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239 REFERENCE S Ber ry, W. 1949 Review of Wartime Studies of Dark Adaptation, Night Vision Tests, and Related Topics. Armed Forces, National Research Council Vision Committee. Washington, D.C.: National Academy of Sc fences . K inney, J .A. S . 1962 Review of literature on night vision testing. Pp. 3-11 in M.A. Whitcomb, ea., Visual Problems of the Armed Forces. l Washington, D.C.: National Research Council. 1968 Clinical measurement of night vision. Pp. 139-152 in M.A. Whitcomb, ea., Visual Problems of the Armed Forces. - tiashington, D .C .: National Research Council.

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VI SUAL SEARCH IN VIG I LANT PERK ORMANCE A.F. Sanders In a recent summary of the literature Monk (1984) has correctly noted that the term visual search appears as a loose label for a variety of phenomena and experimental paradigms that certainly do not share a common denominator. In this summary I will follow Monk's sug- gestion to limit the discussion to situations that are characterized by "spatial uncertainty reduction and target uncertainty to a greater or lesser extent" (Monk, 1984, p. 294~. The first property is self- evident. The second property is meant to imply that subjects may either know or not know whether a target is present during a certain time period. In the case of a brief time period--usually defined as the duration of a discrete trial--certainty about the presence of a target leads to an experimental paradigm in which a subject searches for the target until it is actually found. heisser's (1963) classical studies on target search in a letter matrix are prototypical for this paradigm. When subjects are uncertain about the presence of a target, the experimental paradigm becomes one of target search in tachistosco- pic recognition (e.g., Rabbitt, 1967), with probability of detection or detection time as a measure. Rabbitt's studies on ignoring irrelevant information in target search and later work by Shiffrin and Gardner (1972), Shiffrin (1975), and Shiffrin and Schneider (1977) on visual search for predefined targets with a display size between one and four elements are again among the prototypical studies. Alternatively, if the task does not consist of discrete trials but is open-ended and continues for a longer period of time, there is con- tinuing search, resulting in successes and failures of target detection on those occasions that a target is visible. The latter situation con- tains the characteristics of the traditional vigilance situation, as first studied by Mackworth (1950~. Yet it is not limited to situations where targets are relatively rare. For instance, when driving a car there is a continuous search for relevant information which may vary from a monotonous infrequent target situation on an empty motorway to the overload of information in busy city traffic (e.g., Naetanen and Summula, 1975~. In the last case there are almost always targets, and the subjects are faced with the problem of deciding which targets have the priorities for action. It could be argued that the latter situa- tion does not require visual search in the proper sense of the word. Yet, when faced with several targets at once (e.g., Yntema and 240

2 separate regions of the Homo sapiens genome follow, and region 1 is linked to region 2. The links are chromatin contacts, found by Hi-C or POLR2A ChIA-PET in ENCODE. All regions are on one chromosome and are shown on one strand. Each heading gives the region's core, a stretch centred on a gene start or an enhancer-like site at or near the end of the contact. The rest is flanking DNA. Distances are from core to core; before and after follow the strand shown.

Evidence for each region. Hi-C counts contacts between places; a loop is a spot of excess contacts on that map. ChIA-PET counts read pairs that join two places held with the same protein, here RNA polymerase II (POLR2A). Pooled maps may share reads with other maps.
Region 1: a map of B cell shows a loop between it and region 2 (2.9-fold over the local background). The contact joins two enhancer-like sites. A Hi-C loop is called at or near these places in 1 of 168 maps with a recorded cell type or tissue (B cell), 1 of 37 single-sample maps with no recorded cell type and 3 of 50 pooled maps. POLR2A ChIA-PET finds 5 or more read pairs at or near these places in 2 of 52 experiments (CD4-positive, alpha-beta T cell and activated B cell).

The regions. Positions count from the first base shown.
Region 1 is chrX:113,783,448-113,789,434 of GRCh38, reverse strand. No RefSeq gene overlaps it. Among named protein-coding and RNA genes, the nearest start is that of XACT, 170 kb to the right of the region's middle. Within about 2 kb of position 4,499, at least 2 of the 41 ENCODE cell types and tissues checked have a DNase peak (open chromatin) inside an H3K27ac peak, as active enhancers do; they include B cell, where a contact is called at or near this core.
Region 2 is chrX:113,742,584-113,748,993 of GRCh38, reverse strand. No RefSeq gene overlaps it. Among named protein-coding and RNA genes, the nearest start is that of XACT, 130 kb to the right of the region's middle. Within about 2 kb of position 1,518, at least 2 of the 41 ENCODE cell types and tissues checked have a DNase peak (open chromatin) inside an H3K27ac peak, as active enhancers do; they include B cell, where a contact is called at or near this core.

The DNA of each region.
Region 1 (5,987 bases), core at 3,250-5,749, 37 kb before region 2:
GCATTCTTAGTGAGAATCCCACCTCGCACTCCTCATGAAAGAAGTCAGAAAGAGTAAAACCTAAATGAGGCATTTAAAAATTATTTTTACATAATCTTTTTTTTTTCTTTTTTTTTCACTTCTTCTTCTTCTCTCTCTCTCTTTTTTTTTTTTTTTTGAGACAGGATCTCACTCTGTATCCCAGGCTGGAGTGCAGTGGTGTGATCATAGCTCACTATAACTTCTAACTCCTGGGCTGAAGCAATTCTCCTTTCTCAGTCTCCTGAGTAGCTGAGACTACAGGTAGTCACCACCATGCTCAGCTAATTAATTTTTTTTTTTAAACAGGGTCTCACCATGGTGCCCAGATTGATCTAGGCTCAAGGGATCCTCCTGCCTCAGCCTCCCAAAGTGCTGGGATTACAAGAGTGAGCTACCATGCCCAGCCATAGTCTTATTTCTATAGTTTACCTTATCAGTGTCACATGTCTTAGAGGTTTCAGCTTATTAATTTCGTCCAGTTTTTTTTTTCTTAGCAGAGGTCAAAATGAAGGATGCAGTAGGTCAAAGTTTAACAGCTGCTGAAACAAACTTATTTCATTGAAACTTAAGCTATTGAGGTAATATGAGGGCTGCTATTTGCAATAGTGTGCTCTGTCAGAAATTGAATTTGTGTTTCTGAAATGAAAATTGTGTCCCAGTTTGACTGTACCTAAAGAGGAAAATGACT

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241 TABLE 1 Major Distinctions of Categories of Visual Search Tests Task type Signal Presence Discrete Trial Openended Trial Certain Searching lists for a Keeping track of several target (Neisser, 1963) several things at once (Yntema, 1962) Uncertain Target detection in Vigilant search for limited search infrequent targets (Rabbitt, 1967) (Mackworth, 1950) Schulm.an, 1967) there can be a visual search problem in that targets at certain positions may be favored in comparison with targets at other positions. Apart from this subdivision (see Table 1) there are various other major distinctions between categories of visual search tests. One important distinction concerns the continuous versus discrete character of the search display. Prototypical examples of the first case are car driving and sonar display inspection, which are characterized by the fact that targets may be found anywhere (e.~., Baker, 19581. An example of the second case is the discrete display inspection, as exemplified in the work of Senders (1984~. A second distinction concerns the size of the display field, where possibly relevant signals may appear. Although the usual visual search studies have dealt with fairly limited displays--as applied to sonar (Vallerie and Link, 1968) or to aerial maps (e.g., Enoch, 1959--there are various other conditions where the search can extend beyond the eye field (Sanders, 19701; this includes head and body movements. A third distinction concerns the extent to which a display is filled with confusing nontargets or, in other words, the extent of clutter. Usually the effects of clutter are more impor- tant in continuous than in discrete displays but they need not be absent in discrete displays, in particular not as the number of alternative signal sources is larger. A final distinction is not so much concerned with the type of search but rather what kind of search modes are per- mitted in the actual experiment. On the one extreme-there are strict instructions to fixate the eye in an attempt to construct the lobe, a probability contour concerned with target detection under conditions of spatial uncertainty at various eccentricities. On the other extreme there are free search conditions usually characterized by analysis of eye movements. The first type of experiment starts from the reasonable assumption that visual search is guided by the limiting conditions of the visual system, and in particular by the properties of peripheral vision. The common f inding that intake of information is limited to f ixations and that there is no useful vision during saccadic eye move- ments--e.~. , Matin (1974--is at the basis of visual studies with the f ixated eye.